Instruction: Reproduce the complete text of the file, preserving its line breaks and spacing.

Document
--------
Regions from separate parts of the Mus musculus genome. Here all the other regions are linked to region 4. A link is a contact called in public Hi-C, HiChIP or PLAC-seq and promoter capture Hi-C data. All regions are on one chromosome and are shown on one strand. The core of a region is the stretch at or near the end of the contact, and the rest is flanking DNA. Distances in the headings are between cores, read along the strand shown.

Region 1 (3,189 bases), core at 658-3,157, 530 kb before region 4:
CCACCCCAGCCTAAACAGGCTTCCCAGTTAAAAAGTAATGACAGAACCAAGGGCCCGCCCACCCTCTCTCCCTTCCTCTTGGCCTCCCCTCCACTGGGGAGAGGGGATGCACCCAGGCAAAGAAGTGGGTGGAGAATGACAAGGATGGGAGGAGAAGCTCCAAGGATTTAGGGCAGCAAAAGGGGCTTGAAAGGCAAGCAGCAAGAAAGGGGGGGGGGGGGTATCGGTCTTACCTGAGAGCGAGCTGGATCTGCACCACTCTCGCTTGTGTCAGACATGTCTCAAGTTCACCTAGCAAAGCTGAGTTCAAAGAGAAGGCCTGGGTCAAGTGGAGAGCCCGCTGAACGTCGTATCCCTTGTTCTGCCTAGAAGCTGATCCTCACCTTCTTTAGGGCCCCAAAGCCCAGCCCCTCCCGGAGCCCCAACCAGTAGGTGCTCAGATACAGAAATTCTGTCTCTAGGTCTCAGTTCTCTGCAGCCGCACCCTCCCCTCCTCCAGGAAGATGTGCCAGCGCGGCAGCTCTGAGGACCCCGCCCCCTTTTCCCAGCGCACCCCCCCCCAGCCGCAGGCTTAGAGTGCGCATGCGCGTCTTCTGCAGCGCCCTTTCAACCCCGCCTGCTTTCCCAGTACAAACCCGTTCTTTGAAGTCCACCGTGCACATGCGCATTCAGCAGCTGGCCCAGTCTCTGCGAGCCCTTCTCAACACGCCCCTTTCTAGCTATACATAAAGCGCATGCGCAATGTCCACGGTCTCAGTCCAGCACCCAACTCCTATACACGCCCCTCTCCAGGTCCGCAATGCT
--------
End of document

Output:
Regions from separate parts of the Mus musculus genome. Here all the other regions are linked to region 4. A link is a contact called in public Hi-C, HiChIP or PLAC-seq and promoter capture Hi-C data. All regions are on one chromosome and are shown on one strand. The core of a region is the stretch at or near the end of the contact, and the rest is flanking DNA. Distances in the headings are between cores, read along the strand shown.

Region 1 (3,189 bases), core at 658-3,157, 530 kb before region 4:
CCACCCCAGCCTAAACAGGCTTCCCAGTTAAAAAGTAATGACAGAACCAAGGGCCCGCCCACCCTCTCTCCCTTCCTCTTGGCCTCCCCTCCACTGGGGAGAGGGGATGCACCCAGGCAAAGAAGTGGGTGGAGAATGACAAGGATGGGAGGAGAAGCTCCAAGGATTTAGGGCAGCAAAAGGGGCTTGAAAGGCAAGCAGCAAGAAAGGGGGGGGGGGGGTATCGGTCTTACCTGAGAGCGAGCTGGATCTGCACCACTCTCGCTTGTGTCAGACATGTCTCAAGTTCACCTAGCAAAGCTGAGTTCAAAGAGAAGGCCTGGGTCAAGTGGAGAGCCCGCTGAACGTCGTATCCCTTGTTCTGCCTAGAAGCTGATCCTCACCTTCTTTAGGGCCCCAAAGCCCAGCCCCTCCCGGAGCCCCAACCAGTAGGTGCTCAGATACAGAAATTCTGTCTCTAGGTCTCAGTTCTCTGCAGCCGCACCCTCCCCTCCTCCAGGAAGATGTGCCAGCGCGGCAGCTCTGAGGACCCCGCCCCCTTTTCCCAGCGCACCCCCCCCCAGCCGCAGGCTTAGAGTGCGCATGCGCGTCTTCTGCAGCGCCCTTTCAACCCCGCCTGCTTTCCCAGTACAAACCCGTTCTTTGAAGTCCACCGTGCACATGCGCATTCAGCAGCTGGCCCAGTCTCTGCGAGCCCTTCTCAACACGCCCCTTTCTAGCTATACATAAAGCGCATGCGCAATGTCCACGGTCTCAGTCCAGCACCCAACTCCTATACACGCCCCTCTCCAGGTCCGCAATGCT